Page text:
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Bob K

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About Bob K

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  • Location
    Minneapolis
  • Interested in Sound for Picture
    Yes
  • About
    Location sound mixer

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  1. Deal Memo after the shoot

    Update: I stood my ground, declined to sign the deal memo, and got paid in full within 30 days. After repeated reminders to sign the deal memo including the "supersedes all prior and contemporaneous written or oral agreements and understandings" clause, and statements that my invoice could not be processed without it, I sent the following: "I hope you understand that you have entered into a legal contract with me. That contract is contained in our email chain beginning ***. It includes the specific services and equipment to be provided, and the specific charges, and obligates *** to pay my invoice in full within 30 days. Payment of $*** is due by ***." Several days later I received a check, dated the same day as my email. I see a couple of possibilities. Either someone "upstairs" decided the email contract was valid and needed to be paid (overriding the associate producer who was still insisting on the deal memo), or Accounting paid the invoice routinely without knowing about the unsigned deal memo. Either way, it's a relief. I treated my self to a nice bottle of wine that evening.
  2. Deal Memo after the shoot

    But, the deal memo only reflects the charges we agreed upon, not anything about the services and equipment that we agreed upon. Those specifics are replaced by the generic phrase "the usual and customary services required of a person employed in the position." The specifics of our agreement are my only defense against an angry producer who disputed what I was "hired to do." Wandering Ear, there are many apps for smartphones that automatically record calls. Some phones are sold with them pre-installed. For landlines I manually trigger a recorder. JK Audio makes professional gear. Their QuickTap is a simple way to connect.
  3. Deal Memo after the shoot

    Jim, yes I have both the recorded phone call and the email chain. The gig—standard corporate PR—and services, gear and charges were discussed in the phone call. I was booked, and I reiterated the specifics of our verbal agreement, in a subsequent email chain. The company rep agreed to all, including paying my invoice within 30 days. Yes, I am aware that about 10 states have "two-party consent" telephone recording laws, not including MN and NY. I'm not sure what the practical effects of those laws may be. I don't think, for example, companies can hide behind two-party consent laws to commit fraud. I started recording all business calls three years ago after a client falsely claimed that my 10-hr day rate was a flat rate, and I had no record of our verbal agreement. $1,400 in OT over four days, gone. I just tried Googling "smartphones that record calls" and came up with 15 million hits. Getting back to the Deal Memo, I'm not sure if signing it—after the date of the shoot—could legally commit me to anything on the day of the shoot? It wouldn't seem so. But, then I don't know how the HelloSign e doc works, and if its date can be changed without my knowledge to the shoot date. I'm not even sure if I normally retain a copy of it. I still haven't decided which way to go. It's troubling that the same person with whom I made the contract now says she will not honor it. She also says she will pay the invoice if I sign the new contract (which does not incorporate the details of the current contract, and in fact specifically supersedes it.) This would seem to fall under the old adage "Fool me once, shame on you; fool me twice, shame on me." On the other hand, could this whole situation be the result of systemic chaos and incompetence? Definitely. e.g. the deal memo shows my day rate as my "hourly rate," and specifies I worked 12 hours. If interpreted literally, I suppose it would obligate the company to pay me 12 times my day rate. And yes, it's a pain. I only agreed to one production day of work for the specific charge, not one production day and two more days of paperwork. I do have other commitments to attend to. All I want is to be paid as agreed. There's no chance I would ever accept work from this company again.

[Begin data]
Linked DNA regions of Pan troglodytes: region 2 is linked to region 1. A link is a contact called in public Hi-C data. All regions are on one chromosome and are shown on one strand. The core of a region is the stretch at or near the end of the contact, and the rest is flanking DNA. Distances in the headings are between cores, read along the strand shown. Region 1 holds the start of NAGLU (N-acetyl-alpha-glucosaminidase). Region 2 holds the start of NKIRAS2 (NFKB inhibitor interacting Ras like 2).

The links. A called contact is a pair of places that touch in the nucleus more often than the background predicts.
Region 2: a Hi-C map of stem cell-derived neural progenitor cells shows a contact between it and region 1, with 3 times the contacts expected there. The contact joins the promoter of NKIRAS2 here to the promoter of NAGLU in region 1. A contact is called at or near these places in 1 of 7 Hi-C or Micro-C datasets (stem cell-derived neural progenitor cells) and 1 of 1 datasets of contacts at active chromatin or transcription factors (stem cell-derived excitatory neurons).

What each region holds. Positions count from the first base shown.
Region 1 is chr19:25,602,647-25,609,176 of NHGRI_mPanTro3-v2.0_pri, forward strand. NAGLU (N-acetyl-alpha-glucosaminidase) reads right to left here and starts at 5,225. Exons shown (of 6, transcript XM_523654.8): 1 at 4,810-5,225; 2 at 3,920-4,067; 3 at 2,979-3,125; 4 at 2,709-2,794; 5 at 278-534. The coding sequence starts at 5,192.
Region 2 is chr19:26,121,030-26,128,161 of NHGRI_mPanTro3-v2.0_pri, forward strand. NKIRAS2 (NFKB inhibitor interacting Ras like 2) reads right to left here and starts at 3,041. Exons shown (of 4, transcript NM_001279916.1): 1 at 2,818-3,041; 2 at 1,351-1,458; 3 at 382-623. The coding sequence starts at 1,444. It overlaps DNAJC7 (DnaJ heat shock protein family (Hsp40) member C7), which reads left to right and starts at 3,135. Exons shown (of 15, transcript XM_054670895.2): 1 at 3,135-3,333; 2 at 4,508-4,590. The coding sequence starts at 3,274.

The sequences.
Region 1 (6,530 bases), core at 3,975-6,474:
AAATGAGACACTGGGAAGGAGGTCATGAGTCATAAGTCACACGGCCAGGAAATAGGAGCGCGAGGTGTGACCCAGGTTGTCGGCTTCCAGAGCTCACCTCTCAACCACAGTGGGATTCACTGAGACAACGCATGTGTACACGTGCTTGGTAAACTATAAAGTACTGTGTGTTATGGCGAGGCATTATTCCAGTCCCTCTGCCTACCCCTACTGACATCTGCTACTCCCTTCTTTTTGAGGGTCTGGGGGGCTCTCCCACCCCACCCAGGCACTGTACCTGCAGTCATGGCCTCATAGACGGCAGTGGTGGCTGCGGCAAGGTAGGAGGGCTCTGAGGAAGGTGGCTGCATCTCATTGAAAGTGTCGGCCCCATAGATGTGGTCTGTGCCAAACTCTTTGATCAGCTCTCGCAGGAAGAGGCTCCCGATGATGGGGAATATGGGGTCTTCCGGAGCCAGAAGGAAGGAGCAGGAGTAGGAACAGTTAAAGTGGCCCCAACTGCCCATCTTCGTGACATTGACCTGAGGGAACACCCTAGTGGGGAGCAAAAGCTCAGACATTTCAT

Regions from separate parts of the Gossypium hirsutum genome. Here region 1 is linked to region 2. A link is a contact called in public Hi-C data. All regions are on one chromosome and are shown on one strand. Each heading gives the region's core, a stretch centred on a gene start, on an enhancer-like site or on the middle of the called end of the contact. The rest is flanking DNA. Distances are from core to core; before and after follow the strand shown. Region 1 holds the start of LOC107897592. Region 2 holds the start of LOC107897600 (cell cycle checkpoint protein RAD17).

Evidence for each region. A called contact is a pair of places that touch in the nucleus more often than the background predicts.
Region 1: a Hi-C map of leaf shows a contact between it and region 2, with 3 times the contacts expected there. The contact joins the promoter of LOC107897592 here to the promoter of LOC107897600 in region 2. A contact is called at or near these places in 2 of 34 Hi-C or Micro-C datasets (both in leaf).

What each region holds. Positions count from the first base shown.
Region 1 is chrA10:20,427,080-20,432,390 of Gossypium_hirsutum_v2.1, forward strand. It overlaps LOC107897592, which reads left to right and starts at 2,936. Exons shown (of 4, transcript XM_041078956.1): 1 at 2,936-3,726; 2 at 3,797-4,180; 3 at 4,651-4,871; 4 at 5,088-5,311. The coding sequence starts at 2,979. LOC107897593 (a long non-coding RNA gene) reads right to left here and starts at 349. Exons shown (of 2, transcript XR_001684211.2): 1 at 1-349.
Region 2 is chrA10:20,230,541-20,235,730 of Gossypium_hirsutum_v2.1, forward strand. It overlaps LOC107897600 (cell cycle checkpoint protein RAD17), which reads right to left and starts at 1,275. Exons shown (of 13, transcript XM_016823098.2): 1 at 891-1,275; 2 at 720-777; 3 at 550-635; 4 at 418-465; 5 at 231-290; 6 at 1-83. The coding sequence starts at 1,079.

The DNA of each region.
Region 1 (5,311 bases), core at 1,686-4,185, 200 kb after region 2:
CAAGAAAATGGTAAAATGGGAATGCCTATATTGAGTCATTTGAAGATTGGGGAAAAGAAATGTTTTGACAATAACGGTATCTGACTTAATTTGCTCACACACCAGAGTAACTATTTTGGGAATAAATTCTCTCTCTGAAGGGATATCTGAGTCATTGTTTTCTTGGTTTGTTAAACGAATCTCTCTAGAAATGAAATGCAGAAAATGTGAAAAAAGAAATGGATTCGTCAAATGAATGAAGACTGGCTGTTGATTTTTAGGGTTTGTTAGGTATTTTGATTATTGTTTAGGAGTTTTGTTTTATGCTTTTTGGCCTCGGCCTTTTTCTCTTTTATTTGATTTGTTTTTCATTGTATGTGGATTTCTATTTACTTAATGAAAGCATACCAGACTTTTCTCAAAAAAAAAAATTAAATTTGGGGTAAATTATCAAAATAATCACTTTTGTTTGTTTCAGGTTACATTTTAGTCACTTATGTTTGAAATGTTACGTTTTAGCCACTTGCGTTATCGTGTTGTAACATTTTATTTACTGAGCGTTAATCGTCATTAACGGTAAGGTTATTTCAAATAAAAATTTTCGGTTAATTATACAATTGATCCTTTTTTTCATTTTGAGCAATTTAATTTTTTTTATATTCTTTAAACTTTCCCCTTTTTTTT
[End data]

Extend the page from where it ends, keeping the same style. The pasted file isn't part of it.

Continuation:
4. Deal Memo after the shoot

    Thanks everybody, I really appreciate your thoughts. Philip, Jim, tourtelot and Wandering Ear, I've reread the contract and don't see any insurance or indemnification provisions except regarding any unpaid taxes. As to crossing out things, I already did that before I started this thread. It was a chore since it came as a HelloSign e document. I had to convert, print, cross things out—including the "supersedes all prior agreements" provision—type notes, scan and email. It came back as unacceptable. They want me to fill out and sign the HelloSign e doc as it is. It's good to hear consensus that verbal and email contracts are legal (and I did record the verbal conversation), but I understand that since I'm not a lawyer enforcement is another matter. (It's too bad we don't have some professional association to represent us in such things.) Phil, the copyright of the audio recordings idea seems like it could be useful leverage. No pay, I keep the copyright. They do seem anxious for me to sign this contract. One thing I noticed in rereading their deal memo is a provision that I can't disclose anything about it, or them. I guess I've already violated that. Also, I can't take photographs of the production. I took a couple with my smartphone. This all gets back to the whole idea that there was no mention of a deal memo or any of it's provisions before the shoot, or on the day of the shoot. This was first mentioned after they received my invoice. They then sent it by email and noted that when we wrapped the shoot I left without signing the deal memo (which they had never once mentioned). Now they insist I sign a contract specifying what I will and will not do on the shoot, after the shoot has already happened. I don't have a time machine. By the way, on the shoot there was some disagreement about what "I was hired to do." The producer went ballistic when I politely said I knew what I was hired to do because I had recorded and reviewed the phone call (which she was not part of). She accused me of committing a "felony" by recording my own phone call. So this is a concern. I'm worried the verbal agreement may go out the window if I sign a contract which "supersedes all prior agreements," and even though the deal memo has no specifics and only talks about "the usual and customary services required of a person employed in the position," they could invent a reason to not pay. I'll think this over some more.